2. Hank Finds an Egg by Rebecca Dudley. Peter Pauper Press, 2013.

Hank finds an egg in the forest that fell from its nest. He makes multiple attempts to return the egg, but the nest is still too high. He keeps it warm over night until he finds a way to help the mother bird get the egg back. When the egg hatches, the baby bird flies down to give its thanks.

  1. Each Kindness by Jacqueline Woodson, illustrated by E.B. Lewis. Penguin, 2012.

One day a new student, Maya, starts attending the unnamed narrator’s school. All the kids are mean to Maya and make fun of her and exclude her because she brings strange food to school and wears second hand clothes. One day, after Maya leaves the school, the teacher shows them that kindness is like the ripple effect. Each student drops a stone in the water and shares something kind they did. The narrator cannot think of a single thing and this continues to bother her as she regrets not being kind, especially to Maya.

  1. Fly Free by Roseanne Thong, illustrated by Enjin Kim Neilan. Boyds Mills Press, 2010.

The Buddhist idea of samsara where past deeds come full circle is illustrated in this book. Mai wants to free the caged sparrows but doesn’t have enough money. She sings to them, ending with, “When you do a good deed, it will come back to you.” She gives a girl seeds to feed the birds. That girl passes on the good deed and it is paid forward throughout the whole village until a monk who has been helped by her chain of kindness pays to free the sparrows.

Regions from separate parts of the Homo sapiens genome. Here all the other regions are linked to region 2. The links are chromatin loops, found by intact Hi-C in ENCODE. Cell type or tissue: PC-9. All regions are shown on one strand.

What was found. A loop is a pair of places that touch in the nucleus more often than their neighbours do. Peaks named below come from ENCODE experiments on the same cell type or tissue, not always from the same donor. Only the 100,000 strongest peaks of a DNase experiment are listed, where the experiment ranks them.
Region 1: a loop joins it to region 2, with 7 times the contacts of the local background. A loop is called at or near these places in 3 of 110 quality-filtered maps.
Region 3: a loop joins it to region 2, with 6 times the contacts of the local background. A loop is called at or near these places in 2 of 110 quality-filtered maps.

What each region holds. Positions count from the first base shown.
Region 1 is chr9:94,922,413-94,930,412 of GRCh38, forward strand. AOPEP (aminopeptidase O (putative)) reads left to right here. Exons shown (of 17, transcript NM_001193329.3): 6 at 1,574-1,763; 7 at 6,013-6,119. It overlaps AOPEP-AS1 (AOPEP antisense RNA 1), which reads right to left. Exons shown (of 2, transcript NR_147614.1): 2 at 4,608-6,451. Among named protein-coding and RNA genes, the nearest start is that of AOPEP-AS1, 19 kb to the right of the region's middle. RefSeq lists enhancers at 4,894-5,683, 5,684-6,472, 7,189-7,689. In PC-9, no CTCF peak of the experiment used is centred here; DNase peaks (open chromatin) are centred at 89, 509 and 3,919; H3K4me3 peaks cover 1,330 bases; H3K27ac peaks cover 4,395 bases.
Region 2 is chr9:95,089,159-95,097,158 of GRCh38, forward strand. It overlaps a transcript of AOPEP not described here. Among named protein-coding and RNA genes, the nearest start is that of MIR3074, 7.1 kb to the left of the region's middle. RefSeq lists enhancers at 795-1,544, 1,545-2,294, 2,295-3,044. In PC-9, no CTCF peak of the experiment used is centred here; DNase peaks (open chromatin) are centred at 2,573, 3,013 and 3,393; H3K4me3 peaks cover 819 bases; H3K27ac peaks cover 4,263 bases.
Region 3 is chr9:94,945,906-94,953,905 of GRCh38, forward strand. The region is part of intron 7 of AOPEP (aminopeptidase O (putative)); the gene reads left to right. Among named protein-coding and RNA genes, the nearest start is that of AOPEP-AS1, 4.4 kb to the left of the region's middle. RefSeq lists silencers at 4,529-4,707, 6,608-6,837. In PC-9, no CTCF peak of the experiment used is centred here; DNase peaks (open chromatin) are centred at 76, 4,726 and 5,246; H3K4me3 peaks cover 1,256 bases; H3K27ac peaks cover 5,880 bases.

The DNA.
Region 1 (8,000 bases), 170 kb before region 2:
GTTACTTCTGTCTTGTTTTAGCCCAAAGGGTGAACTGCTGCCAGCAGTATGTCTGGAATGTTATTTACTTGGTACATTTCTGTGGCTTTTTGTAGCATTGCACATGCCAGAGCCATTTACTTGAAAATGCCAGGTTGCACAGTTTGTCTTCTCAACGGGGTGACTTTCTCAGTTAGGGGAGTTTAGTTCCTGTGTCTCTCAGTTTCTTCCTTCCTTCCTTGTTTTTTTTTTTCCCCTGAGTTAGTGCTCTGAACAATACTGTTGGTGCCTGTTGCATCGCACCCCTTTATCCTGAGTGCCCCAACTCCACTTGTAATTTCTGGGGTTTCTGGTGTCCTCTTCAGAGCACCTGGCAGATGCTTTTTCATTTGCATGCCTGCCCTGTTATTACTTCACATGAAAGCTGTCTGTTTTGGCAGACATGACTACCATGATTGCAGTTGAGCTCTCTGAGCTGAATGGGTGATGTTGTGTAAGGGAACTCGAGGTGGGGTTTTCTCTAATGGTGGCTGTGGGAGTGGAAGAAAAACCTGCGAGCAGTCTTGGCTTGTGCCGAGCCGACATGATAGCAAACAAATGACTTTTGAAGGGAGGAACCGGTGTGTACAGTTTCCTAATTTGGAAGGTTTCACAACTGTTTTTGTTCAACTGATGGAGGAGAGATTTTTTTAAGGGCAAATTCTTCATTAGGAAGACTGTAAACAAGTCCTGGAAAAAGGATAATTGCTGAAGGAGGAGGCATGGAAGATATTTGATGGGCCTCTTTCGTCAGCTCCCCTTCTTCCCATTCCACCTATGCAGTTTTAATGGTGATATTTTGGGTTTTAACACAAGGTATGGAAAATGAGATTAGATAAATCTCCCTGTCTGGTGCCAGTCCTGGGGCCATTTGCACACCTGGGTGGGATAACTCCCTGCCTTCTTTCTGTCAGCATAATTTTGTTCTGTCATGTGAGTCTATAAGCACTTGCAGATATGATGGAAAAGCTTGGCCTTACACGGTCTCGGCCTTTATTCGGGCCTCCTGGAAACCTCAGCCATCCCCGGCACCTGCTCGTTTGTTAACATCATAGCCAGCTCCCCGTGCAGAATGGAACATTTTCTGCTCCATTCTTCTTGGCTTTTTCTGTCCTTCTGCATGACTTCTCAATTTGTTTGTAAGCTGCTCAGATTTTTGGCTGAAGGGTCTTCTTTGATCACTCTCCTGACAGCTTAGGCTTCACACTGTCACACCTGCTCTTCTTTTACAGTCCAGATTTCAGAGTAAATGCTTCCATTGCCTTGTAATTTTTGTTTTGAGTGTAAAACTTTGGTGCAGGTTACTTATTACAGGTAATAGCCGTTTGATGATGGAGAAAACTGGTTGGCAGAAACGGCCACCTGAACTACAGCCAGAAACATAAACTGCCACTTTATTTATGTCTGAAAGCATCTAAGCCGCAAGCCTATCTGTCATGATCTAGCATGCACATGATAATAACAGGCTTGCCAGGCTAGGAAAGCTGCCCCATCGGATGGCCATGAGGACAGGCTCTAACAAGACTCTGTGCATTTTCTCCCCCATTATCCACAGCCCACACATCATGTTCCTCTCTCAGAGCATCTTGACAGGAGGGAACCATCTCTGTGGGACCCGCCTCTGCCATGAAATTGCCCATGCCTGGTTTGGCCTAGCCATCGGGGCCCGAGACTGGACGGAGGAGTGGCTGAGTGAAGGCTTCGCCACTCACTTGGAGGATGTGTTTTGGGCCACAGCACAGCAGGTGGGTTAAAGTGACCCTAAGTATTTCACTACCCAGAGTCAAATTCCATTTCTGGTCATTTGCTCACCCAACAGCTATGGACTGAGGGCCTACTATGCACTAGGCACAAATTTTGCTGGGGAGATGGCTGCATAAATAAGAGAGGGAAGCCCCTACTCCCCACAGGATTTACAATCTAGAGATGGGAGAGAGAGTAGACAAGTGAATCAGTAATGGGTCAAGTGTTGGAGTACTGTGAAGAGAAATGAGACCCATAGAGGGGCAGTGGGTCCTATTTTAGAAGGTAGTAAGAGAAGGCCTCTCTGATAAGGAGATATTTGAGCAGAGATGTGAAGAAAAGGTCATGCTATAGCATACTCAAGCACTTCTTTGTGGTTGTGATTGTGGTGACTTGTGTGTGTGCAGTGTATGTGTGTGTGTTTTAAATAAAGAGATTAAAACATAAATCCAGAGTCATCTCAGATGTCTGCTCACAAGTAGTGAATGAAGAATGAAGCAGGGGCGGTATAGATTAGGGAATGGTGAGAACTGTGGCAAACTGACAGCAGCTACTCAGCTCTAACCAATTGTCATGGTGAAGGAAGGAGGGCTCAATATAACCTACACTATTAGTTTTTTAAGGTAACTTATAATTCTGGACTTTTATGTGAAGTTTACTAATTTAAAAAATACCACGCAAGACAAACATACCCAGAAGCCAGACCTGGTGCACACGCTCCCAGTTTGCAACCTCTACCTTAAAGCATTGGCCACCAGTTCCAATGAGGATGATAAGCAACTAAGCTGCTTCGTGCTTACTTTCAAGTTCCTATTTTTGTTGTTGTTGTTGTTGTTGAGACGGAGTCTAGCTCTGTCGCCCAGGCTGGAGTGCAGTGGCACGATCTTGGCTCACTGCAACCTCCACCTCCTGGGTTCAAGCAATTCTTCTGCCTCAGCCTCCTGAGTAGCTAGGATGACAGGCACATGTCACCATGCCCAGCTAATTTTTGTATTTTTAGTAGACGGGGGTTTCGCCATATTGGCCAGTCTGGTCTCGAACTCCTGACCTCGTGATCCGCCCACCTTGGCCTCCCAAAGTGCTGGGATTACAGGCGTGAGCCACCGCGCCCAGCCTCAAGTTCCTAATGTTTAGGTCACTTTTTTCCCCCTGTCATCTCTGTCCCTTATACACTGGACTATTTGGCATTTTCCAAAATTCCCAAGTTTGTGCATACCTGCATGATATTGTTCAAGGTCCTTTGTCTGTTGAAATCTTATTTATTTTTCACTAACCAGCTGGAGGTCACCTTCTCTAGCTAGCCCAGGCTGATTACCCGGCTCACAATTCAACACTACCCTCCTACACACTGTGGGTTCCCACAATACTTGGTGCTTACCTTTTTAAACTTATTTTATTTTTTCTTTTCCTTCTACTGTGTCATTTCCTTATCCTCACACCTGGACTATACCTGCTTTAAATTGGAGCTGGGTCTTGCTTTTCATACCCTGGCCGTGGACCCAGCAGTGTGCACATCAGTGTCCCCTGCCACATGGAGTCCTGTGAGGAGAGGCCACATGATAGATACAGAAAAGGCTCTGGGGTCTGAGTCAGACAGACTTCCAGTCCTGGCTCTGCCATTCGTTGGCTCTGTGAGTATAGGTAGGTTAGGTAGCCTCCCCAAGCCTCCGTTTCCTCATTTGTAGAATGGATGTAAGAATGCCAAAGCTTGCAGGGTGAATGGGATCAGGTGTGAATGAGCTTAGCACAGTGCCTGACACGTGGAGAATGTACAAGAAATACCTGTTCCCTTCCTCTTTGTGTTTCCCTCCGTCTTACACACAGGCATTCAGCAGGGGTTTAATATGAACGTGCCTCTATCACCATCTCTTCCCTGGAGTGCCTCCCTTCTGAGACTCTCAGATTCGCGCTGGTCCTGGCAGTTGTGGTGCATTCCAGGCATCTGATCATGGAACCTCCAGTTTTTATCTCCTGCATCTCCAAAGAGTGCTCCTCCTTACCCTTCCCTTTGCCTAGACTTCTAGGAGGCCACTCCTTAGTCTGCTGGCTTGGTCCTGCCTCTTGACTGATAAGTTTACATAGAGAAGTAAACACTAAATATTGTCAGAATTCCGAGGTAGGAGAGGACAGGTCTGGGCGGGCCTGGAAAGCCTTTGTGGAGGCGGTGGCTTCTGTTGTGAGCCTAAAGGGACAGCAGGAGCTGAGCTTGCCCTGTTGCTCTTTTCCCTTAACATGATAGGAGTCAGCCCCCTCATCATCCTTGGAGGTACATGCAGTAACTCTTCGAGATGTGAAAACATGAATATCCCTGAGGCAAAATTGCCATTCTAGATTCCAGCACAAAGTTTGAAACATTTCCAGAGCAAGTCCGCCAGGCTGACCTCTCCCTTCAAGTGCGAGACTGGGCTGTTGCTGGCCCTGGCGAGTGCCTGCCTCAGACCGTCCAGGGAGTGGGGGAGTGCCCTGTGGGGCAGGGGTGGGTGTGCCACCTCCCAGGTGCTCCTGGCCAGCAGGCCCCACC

1. Lily and the Paper Man by Rebecca Upjohn, illustrated by Renne Benoit. Second Story Press, 2007.

Lily and her mother walk home every day. They pass a homeless man selling newspapers. Lily is afraid of him, but she can’t stop thinking about how cold he must be with his holey shoes and ripped clothing. She worries until she comes up with the idea to collect warm clothes for him and give it to him as a present.

  1. A Chair for My Mother by Vera B. Williams. Greenwillow Books, 1982.

A girl saves change after their apartment burns down to buy a chair for her mother so she can relax after hard days working at the diner to support them. The girl often thinks about how her mother must feel and how to help out. The neighbors donate many things out of kindness to the family after their belongings are destroyed.

  1. Crow Boy by Taro Yashima. Viking, 1955.